Christmas is for children, a cynic once said. Not so, it can argued, when the message should be dearer to those adults to whom the promise is more near in time.
Ah, well, let’s see what Christmas, 2006, could bring. A turn of the TV tube and there on C-Span was Bobby Seale recounting the early days of the Black Panther Party, a recording made at Cooper Union October 18th, but somehow deemed appropriate for Christmas morn. The black-bereted speaker recounted the founding of the party in California. Seale offered a survey of the gun laws at the time and how Panthers learned to take advantage of them, as e.g. when it was legal to carry long arms that were loaded as opposed to hand guns that could rarely be carried loaded. Studied also were times when police must abide close scrutiny of their activity. His lengthy account was accorded sustained applause, with the first “question” from the audience an appeal for the cause of Philadelphia’s convicted murderer, Mumia.
Well, on to other channels. Shock. James Brown, the Godfather of Soul, had passed. He had given the world the lasting phrase, “I Feel Good.” We were assured that Brown had brought popular music to its current pass, that his world renown was second only to that of Elvis Presley. Later biographical material would mention armed robbery in the teen years, a drug habit that resulted in one bullet-riddled police chase, and continual run-ins with the law over the periodic beatings of one or several of his four wives. But, after all, this was Christmas and he’ll surely be missed.
Well, what about Iraq? The “war.” A click of the clicker and we learn that the death toll among Americans has edged past that of the attack of 9/11. And, yes, they continue to call the U. S. role in Iraq a “war,” despite the fact that the war ended in 2003, when the Iraqi Army surrendered, when all government officials either gave up or fled, and the chief of state, Saddam Hussein, dug himself a hole in the ground. By any measure of conflict the war ended then. What remains was and is a postliminium dispute among several sectarian factions for control, with the United States remaining as arbiter to cajole or impose a regime that will look favorably on the nation that “won” the 2003 “war.” But on Christmas morning, 2006, politicians and pundits in America were still speaking assuredly of a “war.”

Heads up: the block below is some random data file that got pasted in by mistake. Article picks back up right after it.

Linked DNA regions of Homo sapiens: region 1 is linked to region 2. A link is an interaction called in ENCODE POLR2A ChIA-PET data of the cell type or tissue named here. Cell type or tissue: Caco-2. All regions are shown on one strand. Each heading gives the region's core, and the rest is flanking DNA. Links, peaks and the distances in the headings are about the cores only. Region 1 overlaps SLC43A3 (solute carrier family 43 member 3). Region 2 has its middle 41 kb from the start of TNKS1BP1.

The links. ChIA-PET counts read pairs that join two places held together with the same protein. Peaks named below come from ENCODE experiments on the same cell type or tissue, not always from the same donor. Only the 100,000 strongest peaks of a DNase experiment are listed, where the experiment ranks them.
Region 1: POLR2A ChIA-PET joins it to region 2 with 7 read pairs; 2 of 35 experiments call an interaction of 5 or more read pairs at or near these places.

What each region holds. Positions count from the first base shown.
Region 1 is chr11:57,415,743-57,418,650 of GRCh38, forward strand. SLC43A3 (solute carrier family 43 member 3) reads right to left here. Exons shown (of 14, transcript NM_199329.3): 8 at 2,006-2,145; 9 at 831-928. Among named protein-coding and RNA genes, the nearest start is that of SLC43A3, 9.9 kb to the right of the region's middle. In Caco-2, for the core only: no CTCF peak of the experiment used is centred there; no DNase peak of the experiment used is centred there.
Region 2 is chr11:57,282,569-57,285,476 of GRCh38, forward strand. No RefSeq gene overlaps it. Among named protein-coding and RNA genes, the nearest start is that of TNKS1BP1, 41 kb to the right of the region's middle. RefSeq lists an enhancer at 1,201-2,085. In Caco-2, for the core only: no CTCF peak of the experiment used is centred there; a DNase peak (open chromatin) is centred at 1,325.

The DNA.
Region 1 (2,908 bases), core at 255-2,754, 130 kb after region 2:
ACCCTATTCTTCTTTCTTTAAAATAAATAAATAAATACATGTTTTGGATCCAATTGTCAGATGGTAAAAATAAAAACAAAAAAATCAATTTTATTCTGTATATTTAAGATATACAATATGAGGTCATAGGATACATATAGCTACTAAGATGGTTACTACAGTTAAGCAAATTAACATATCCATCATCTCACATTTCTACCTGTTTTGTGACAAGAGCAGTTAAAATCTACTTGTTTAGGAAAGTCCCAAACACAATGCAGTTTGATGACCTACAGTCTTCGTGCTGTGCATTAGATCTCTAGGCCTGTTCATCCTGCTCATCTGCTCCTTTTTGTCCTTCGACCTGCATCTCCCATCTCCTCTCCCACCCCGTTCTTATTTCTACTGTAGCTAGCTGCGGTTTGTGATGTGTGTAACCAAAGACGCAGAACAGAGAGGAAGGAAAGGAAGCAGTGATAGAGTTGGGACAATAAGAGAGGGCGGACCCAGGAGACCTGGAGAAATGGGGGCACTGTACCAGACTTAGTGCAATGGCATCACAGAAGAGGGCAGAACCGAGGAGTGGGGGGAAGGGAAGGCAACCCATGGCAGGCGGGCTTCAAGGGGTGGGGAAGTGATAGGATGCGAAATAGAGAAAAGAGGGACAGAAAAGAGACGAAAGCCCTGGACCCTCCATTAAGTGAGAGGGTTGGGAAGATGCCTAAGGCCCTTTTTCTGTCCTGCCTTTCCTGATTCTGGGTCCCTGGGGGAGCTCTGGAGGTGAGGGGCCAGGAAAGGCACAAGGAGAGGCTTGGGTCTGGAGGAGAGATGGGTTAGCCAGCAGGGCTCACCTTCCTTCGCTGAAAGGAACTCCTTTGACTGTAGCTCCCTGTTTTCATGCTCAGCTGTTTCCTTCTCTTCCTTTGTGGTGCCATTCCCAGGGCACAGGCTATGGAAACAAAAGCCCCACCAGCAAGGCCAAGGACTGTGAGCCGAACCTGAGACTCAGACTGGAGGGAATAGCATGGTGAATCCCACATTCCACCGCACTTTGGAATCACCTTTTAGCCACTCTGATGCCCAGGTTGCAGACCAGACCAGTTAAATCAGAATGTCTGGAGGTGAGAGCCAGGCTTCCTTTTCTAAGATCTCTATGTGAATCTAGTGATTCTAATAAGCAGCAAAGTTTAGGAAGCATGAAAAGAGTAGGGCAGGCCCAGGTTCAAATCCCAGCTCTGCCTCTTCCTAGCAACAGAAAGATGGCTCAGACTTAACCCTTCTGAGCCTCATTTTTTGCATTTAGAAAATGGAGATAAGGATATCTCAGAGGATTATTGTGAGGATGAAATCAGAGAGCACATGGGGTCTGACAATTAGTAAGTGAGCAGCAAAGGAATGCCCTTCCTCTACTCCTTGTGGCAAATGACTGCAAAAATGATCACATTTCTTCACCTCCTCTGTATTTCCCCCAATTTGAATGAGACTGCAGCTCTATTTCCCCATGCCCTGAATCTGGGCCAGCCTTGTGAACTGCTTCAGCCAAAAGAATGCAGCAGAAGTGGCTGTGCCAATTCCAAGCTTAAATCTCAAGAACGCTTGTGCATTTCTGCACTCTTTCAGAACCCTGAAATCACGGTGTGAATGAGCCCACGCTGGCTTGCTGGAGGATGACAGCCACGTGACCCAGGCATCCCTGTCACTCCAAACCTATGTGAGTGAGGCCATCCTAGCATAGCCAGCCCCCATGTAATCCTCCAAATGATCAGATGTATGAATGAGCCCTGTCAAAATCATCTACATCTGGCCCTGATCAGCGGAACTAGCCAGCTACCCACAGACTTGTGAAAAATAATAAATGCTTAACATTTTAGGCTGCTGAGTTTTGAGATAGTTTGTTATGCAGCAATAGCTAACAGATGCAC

While the turkey cooks we could note other passages from the past. Bertram Powers, 84, made the Christmas obit pages, “Bert” was president of the newspaper typographer’s union in New York who led his union through a 114-day strike some 40 years ago, over automated typesetting. His was what they call a pyrrhic victory — a little raise for the workers and a promise later of lifetime employment. But it meant the end for several of the big city newspapers. And an opportunity for several radio stations to try and fill the information gap.
Word came on Christmas, 2006, of the December 24th passing of a man who did more than any other to establish the Columbia Broadcasting System as a titan of news and information. Frank Stanton was CBS President for 26 years and nurtured a series of radio stations into a network of Television News and Entertainment. Dr. Stanton was front man in a fight with Congress in 1971 over “outtakes” — unused segments left out of finished news productions — that had its origin in a controversial documentary and its editing. He risked contempt and jail for his stand, the equivalent of protecting a reporter’s notes. But he won the day.
Frank Stanton lost another day. The network Chief Executive, William Paley, decided to exempt himself from the company’s mandatory retirement age of 65. Stanton stepped down as CBS President in 1971, when 63, and in 1973 he was quietly pastured. He then chaired the American Red Cross for a number of years.
This reporter was a CBS Correspondent in New York during that time and it was Dr. Stanton who provided a stark example of how the mighty are fallen, and forgotten. I was writing at my desk in the main newsroom one day and became aware of a figure that had entered the room and was simply standing there. A fairly tall fellow in a top coat, holding a sheaf of papers. People looked up quizzically as if to say, “what does that guy want and how’d he get in here?” I stood and approached.
“Why, yes. You’re Collins?”
It was Frank Stanton, who for some unknown reason was personally delivering a series of American Red Cross public service announcements! I assured him they’d be properly handled. He looked about, at the place he had created but which had forgotten him, and left.
The lesson hurt that day and it hurt again this Christmas Day on learning he had lived to 98, time enough to be forgotten even more.
So we beat on, boats against the current…but no, that’s already been used…let’s settle for Happy New Year.